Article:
Wondering what the latest Internet outrage is?
Cops who arrested Dylann Roof treated him to a Burger King http://t.co/Infs86Wk1m pic.twitter.com/pixHMajoXW— Daily Mail US (@DailyMail) June 23, 2015
That's right. Hordes of keyboard commandos are outraged that the Shelby police department bought accused mass murderer Dylann Roof a hamburger after his arrest.
The Internet masses have taken a single line from a newspaper story about Roof's arrest and blown it all out of proportion.
In Shelby, the FBI handled Roof’s initial questioning, Ledford said. Shelby police’s lone conversation with the mass-murder suspect was about food. Earlier in the day, Roof had bought water and chips at a south Charlotte gas station. Now he was hungry. Police bought him food from a nearby Burger King, Ledford said.
“He was very quiet, very calm. He didn’t talk,” Ledford said. “He sat down here very quietly. He was not problematic.”
"Police treat Dylann Roof to Burger King while unarmed Black suspects continue to die," someone tweeted.
Another tweet: "Arresting Officers Bought #DylannRoof Burger King. Think about this the next time an unarmed brother dies in custody."
Another tweeter called the act of buying Roof a hamburger, "white privilege."
And on this story on New York Magazine's website, someone commented: "This is disgusting. It's not the fact that he was fed, it's what they gave him. Burger King is a treat! Someone who just murdered nine people does not deserve a treat. Give him a slice of bread and a piece of bologna."
Thanks to the Internet, we are all experts. And all stupid.
But had any of those commenters done a little research, they might have discovered that buying some fast food for those arrested for even the most heinous of crimes is not unusual.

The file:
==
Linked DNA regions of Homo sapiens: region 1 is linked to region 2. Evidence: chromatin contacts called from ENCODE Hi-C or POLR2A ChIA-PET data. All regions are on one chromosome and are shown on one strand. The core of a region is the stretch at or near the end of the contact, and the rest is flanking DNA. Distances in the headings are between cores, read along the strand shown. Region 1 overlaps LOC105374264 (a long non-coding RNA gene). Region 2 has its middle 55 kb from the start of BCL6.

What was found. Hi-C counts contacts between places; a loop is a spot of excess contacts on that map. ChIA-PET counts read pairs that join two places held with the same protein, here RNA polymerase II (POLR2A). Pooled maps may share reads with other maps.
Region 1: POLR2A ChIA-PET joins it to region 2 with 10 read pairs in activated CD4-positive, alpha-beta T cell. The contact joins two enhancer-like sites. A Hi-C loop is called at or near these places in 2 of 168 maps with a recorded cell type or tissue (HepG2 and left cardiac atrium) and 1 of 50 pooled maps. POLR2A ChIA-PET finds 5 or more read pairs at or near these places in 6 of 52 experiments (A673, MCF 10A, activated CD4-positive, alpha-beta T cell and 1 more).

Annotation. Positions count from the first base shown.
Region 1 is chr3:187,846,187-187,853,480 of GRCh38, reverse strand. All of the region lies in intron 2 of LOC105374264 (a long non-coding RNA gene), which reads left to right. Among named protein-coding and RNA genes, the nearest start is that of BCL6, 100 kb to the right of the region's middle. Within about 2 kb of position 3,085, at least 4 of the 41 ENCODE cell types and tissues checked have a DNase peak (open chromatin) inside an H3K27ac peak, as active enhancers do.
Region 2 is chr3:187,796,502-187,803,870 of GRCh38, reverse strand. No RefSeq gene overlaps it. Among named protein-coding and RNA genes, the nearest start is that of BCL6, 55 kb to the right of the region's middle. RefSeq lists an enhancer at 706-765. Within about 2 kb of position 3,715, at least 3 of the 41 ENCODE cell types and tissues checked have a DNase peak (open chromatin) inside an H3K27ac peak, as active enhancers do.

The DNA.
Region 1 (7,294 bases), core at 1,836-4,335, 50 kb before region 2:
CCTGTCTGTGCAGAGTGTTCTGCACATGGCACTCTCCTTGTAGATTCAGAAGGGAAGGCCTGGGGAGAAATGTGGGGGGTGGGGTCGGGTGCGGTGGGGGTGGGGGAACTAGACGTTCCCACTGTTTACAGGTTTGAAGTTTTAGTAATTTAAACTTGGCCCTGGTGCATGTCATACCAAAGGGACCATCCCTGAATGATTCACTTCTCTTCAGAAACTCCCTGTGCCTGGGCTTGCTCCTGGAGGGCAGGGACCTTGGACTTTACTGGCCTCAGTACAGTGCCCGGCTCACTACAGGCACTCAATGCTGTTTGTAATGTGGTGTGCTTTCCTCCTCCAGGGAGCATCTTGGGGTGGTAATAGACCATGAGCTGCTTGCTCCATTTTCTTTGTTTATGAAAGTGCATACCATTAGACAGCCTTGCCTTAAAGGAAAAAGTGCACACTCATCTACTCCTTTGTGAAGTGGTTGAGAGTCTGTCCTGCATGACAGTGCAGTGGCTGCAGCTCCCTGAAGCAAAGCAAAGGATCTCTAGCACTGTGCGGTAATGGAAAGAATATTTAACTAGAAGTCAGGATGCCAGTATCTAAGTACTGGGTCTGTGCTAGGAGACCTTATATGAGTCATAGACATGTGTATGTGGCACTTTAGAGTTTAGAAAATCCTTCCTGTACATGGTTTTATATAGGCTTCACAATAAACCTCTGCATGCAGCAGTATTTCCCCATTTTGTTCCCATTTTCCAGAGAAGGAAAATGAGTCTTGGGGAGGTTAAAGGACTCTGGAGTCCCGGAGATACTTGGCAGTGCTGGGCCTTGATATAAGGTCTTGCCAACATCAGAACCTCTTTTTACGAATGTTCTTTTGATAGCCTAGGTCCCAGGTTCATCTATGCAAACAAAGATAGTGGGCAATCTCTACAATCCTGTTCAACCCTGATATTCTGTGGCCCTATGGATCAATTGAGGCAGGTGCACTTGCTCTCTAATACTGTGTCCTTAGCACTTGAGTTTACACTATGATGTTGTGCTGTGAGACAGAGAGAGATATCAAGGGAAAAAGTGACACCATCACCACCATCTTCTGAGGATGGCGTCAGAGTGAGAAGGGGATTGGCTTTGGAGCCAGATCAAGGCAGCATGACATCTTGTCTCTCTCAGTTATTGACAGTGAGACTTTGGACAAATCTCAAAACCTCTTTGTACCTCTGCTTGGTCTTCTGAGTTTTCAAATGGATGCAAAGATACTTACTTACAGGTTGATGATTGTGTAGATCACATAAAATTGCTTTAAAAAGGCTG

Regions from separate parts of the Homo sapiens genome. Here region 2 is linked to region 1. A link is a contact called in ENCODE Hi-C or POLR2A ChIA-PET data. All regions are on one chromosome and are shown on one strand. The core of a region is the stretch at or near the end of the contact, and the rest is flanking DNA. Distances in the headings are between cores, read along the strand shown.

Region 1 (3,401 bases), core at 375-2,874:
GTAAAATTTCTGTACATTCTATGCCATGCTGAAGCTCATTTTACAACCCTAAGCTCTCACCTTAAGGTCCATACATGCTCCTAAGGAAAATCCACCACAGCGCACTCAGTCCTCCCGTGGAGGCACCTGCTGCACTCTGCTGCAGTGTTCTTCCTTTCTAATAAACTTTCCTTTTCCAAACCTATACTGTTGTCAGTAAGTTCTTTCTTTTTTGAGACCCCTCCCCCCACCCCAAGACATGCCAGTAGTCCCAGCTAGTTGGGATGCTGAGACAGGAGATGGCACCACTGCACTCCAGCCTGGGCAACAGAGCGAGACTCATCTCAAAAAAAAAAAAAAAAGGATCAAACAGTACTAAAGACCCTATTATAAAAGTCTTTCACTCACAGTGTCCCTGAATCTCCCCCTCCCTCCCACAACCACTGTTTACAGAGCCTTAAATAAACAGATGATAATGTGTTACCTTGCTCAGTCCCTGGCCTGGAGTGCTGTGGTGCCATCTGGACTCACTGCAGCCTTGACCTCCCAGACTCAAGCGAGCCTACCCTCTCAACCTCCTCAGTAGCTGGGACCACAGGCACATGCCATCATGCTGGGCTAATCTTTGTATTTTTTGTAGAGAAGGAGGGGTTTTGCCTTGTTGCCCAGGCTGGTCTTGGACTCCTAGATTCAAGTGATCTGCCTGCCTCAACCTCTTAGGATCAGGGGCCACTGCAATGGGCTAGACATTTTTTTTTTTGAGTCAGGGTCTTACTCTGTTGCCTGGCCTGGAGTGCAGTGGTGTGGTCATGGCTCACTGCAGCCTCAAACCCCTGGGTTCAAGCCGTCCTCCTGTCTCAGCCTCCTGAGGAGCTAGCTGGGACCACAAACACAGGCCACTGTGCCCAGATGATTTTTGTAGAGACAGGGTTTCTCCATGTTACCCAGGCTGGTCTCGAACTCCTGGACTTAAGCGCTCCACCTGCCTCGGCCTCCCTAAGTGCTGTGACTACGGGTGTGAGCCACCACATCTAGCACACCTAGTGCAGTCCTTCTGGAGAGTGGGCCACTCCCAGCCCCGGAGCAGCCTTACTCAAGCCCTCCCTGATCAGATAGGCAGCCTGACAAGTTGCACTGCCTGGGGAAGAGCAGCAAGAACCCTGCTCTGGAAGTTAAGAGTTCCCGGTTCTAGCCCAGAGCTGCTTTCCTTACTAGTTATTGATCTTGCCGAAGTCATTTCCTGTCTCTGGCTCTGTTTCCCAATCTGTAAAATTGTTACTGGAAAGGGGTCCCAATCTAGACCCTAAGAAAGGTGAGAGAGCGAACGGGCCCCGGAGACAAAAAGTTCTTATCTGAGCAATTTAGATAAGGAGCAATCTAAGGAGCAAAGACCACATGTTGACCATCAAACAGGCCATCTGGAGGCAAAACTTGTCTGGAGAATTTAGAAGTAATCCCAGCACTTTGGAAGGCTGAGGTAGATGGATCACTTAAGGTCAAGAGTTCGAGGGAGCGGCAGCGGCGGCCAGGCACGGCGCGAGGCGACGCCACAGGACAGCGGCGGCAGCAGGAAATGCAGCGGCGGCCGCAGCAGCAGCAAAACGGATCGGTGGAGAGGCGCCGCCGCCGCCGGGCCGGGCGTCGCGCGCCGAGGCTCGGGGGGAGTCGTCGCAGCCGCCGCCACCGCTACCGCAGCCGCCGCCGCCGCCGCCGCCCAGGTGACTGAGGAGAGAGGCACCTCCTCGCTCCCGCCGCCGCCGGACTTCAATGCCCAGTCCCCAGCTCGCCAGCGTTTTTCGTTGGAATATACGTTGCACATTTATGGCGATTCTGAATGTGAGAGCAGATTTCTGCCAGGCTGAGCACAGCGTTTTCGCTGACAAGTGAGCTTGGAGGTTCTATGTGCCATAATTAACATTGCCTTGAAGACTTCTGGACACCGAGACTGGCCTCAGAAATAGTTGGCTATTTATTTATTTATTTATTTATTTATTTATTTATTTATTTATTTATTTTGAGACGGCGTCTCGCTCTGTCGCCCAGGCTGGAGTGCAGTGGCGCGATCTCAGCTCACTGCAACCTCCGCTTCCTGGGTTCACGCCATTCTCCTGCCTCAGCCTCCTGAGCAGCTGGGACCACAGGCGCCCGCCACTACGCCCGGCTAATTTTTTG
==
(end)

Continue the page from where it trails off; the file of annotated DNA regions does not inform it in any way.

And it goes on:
RECIPE FOR A CONFESSION: TWO ALL-BEEF PATTIES . . .
March 24, 1996
MANNY GARCIA, Herald Staff Writer
First came the lie detector test. Now comes the "Truth Whopper."
In Dade County, more and more detectives are learning that fast food helps them solve robberies, burglaries, even murders.
"The quickest way to a confession is through a man's stomach," said Kent Hart, a Hialeah homicide detective.
Nauseated by the prospect of jailhouse cuisine, defendants are trading confessions for one last Big Mac, chicken sandwich, pizza or Whopper -- which detectives countywide swear is the meal that reels in the most confessions.
"We should open an account at Burger King," Hart said. "Every time we walk in, they ask, 'Are you taking confessions tonight?' "
The public saw the payoff of feeding a suspect during the Jimmy Ryce investigation. Metro-Dade cops made sure that Juan Carlos Chavez regularly ate during more than 50 hours of questioning before he allegedly confessed to the killing.
"If I ate, he ate," said Pat Diaz, the lead investigator in the Ryce case.
"The name of the game now is feed them and schmooze them," said David Waksman, a Dade prosecutor and former Bronx beat cop. "If you keep a guy in custody and he is hungry and you don't feed him, you have deprived him of his rights, and that is illegal."
Police, at the request of prosecutors, routinely write down everything they feed defendants. Sometimes they corroborate it with a photograph.
After Charles Pitts asked robbery detectives for a Wendy's double cheeseburger, they snapped a Polaroid.
The Chavez and Pitts cases are but one example. Court records and police files show heaps of fast-food-induced confessions. "Our trade secret," Metro robbery detective Steve Brajdic said.
Among those who have succumbed to the hamburger: Gerardo Plaza.
"Buy me a Whopper," Hialeah police said he told them after his arrest in February 1995.
Detectives Hart and Bassam Fadel bought him a Whopper combo meal, which includes fries and a Coke. Between bites, Plaza allegedly confessed to a liquor store robbery and murder.
"Well, you got your Whopper's worth," Plaza reportedly said, purposely omitting the ending of the story, so he could add, "I'm really hungry. Buy me a cheese steak."
So take a chill pill, Internet...and then go back to watching your cat videos.